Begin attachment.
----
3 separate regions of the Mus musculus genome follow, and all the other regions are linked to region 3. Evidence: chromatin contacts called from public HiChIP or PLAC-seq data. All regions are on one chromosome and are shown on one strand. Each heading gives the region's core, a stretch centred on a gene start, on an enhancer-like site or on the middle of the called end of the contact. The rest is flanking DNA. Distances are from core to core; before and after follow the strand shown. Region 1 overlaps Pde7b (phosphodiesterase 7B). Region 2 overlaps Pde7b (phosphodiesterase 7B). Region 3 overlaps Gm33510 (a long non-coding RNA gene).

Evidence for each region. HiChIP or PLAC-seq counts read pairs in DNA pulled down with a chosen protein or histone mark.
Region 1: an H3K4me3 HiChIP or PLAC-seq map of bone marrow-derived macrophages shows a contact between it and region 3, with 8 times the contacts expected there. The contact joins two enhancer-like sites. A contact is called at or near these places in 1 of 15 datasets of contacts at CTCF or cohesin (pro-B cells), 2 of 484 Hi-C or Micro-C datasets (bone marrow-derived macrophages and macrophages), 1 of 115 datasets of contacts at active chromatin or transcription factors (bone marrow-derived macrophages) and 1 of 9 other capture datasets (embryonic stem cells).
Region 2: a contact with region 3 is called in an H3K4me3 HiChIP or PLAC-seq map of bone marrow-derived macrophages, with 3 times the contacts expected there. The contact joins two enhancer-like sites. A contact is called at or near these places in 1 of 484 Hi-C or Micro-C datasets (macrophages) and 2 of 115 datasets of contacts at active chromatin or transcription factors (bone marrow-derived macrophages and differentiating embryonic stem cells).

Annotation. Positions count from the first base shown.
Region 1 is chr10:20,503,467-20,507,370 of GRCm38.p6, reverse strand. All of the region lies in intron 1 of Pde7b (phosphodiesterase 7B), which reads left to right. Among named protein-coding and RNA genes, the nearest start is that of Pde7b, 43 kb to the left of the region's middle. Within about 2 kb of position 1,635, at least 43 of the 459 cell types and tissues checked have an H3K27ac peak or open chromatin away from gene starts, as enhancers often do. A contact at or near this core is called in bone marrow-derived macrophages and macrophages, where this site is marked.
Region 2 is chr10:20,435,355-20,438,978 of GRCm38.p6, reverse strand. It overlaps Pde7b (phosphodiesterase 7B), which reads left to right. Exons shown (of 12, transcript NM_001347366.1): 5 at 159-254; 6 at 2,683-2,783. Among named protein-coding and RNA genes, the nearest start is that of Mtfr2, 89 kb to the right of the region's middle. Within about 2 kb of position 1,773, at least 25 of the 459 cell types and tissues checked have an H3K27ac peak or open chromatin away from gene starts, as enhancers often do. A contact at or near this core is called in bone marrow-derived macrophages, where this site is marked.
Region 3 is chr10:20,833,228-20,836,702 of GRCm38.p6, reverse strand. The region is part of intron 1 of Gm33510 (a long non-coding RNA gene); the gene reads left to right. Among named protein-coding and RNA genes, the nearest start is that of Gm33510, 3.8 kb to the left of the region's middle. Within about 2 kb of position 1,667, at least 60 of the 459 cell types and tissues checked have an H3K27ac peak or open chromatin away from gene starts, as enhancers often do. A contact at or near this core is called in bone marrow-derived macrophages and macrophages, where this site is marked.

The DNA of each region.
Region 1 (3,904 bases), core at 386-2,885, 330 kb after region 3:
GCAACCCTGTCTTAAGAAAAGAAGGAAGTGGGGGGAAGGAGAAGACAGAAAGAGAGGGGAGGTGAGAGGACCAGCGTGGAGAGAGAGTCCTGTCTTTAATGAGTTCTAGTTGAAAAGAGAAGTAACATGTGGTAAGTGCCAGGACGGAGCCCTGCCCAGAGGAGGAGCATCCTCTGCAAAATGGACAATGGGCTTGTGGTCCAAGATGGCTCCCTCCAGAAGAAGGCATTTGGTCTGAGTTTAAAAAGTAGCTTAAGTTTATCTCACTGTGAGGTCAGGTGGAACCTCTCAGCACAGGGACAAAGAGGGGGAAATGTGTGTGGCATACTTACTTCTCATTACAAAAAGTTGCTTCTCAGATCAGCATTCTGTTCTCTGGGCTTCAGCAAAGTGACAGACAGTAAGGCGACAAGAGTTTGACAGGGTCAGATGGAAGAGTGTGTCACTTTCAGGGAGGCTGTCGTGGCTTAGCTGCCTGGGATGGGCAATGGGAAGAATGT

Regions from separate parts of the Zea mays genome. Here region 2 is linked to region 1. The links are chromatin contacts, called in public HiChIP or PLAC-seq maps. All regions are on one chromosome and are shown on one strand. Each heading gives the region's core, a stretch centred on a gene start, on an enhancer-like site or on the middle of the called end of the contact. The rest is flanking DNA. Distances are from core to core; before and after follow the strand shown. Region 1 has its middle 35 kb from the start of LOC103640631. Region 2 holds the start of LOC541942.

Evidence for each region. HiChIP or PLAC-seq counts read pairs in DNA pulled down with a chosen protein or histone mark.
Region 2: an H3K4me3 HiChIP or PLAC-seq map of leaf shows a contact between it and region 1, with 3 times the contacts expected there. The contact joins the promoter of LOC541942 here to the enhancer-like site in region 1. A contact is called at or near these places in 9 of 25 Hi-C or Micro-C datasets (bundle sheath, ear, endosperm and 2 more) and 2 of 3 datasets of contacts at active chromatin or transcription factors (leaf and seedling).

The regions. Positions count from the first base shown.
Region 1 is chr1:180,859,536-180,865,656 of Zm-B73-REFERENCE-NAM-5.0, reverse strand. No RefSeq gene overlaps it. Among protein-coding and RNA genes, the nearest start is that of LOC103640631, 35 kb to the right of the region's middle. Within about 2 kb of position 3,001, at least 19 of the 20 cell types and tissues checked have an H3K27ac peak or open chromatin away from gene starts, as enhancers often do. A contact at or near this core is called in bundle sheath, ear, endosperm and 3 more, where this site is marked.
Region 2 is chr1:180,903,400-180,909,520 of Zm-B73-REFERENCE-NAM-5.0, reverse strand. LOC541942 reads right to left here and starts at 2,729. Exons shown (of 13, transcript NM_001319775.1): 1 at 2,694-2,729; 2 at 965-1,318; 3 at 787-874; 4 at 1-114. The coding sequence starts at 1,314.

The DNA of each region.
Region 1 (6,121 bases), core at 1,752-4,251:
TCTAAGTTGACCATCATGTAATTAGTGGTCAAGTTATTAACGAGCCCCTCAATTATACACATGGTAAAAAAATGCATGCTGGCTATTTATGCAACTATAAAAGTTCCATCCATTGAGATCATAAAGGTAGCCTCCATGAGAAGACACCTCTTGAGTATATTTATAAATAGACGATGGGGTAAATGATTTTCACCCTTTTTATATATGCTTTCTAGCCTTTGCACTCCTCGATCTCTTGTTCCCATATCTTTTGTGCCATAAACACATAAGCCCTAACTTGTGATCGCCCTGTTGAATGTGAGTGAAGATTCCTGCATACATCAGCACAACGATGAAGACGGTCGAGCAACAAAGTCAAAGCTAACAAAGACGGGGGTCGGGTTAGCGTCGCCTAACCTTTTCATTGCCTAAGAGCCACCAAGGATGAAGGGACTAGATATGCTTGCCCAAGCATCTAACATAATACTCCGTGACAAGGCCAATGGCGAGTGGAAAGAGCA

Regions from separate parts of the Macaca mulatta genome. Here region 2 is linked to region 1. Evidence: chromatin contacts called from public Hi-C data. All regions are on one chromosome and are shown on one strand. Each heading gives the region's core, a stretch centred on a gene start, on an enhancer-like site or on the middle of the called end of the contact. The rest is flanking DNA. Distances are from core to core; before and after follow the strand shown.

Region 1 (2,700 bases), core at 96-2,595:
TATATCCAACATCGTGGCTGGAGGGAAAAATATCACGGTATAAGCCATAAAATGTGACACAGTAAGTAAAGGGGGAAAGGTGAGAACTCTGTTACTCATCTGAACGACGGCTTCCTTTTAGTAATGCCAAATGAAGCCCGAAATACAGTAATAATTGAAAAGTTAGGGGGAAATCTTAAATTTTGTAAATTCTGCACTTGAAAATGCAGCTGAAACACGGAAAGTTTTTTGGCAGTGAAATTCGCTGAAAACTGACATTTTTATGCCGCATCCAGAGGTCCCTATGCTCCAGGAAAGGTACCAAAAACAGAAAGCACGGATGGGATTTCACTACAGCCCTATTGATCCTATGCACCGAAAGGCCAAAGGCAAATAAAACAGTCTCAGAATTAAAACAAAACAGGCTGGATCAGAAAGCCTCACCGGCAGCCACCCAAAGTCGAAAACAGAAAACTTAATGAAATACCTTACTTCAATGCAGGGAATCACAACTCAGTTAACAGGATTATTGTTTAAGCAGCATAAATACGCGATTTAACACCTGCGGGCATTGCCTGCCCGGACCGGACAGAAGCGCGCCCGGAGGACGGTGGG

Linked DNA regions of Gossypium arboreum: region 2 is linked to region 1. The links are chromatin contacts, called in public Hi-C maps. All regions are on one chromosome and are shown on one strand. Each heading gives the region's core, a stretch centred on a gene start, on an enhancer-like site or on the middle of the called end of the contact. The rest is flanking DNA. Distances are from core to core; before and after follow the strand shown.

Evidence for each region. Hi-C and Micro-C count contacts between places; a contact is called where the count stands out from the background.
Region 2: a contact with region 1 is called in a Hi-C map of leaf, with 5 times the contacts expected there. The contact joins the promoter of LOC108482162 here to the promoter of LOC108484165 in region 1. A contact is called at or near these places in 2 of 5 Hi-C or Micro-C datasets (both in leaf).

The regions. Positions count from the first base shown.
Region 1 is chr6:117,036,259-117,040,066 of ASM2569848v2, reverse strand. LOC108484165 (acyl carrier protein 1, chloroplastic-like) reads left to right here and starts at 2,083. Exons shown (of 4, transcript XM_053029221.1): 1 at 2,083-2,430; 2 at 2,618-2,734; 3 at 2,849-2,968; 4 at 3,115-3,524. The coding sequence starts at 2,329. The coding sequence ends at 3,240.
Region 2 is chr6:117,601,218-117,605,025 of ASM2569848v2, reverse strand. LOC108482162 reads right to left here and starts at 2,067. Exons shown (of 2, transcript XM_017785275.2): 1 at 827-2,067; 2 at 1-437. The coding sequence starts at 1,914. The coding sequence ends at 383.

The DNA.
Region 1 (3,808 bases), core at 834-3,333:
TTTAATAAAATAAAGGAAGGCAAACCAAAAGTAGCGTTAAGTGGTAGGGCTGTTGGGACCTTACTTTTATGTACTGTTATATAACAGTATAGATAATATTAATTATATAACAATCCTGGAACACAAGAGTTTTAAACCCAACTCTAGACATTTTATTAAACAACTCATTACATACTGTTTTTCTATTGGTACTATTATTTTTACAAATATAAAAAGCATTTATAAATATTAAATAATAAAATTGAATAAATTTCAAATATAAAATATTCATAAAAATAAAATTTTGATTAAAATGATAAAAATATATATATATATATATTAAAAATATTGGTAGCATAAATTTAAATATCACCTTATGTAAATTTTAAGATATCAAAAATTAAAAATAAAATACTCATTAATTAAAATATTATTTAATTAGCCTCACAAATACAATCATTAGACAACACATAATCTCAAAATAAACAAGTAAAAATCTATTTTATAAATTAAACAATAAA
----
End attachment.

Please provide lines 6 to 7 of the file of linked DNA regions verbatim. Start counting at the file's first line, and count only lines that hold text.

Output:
Region 1 is chr10:20,503,467-20,507,370 of GRCm38.p6, reverse strand. All of the region lies in intron 1 of Pde7b (phosphodiesterase 7B), which reads left to right. Among named protein-coding and RNA genes, the nearest start is that of Pde7b, 43 kb to the left of the region's middle. Within about 2 kb of position 1,635, at least 43 of the 459 cell types and tissues checked have an H3K27ac peak or open chromatin away from gene starts, as enhancers often do. A contact at or near this core is called in bone marrow-derived macrophages and macrophages, where this site is marked.
Region 2 is chr10:20,435,355-20,438,978 of GRCm38.p6, reverse strand. It overlaps Pde7b (phosphodiesterase 7B), which reads left to right. Exons shown (of 12, transcript NM_001347366.1): 5 at 159-254; 6 at 2,683-2,783. Among named protein-coding and RNA genes, the nearest start is that of Mtfr2, 89 kb to the right of the region's middle. Within about 2 kb of position 1,773, at least 25 of the 459 cell types and tissues checked have an H3K27ac peak or open chromatin away from gene starts, as enhancers often do. A contact at or near this core is called in bone marrow-derived macrophages, where this site is marked.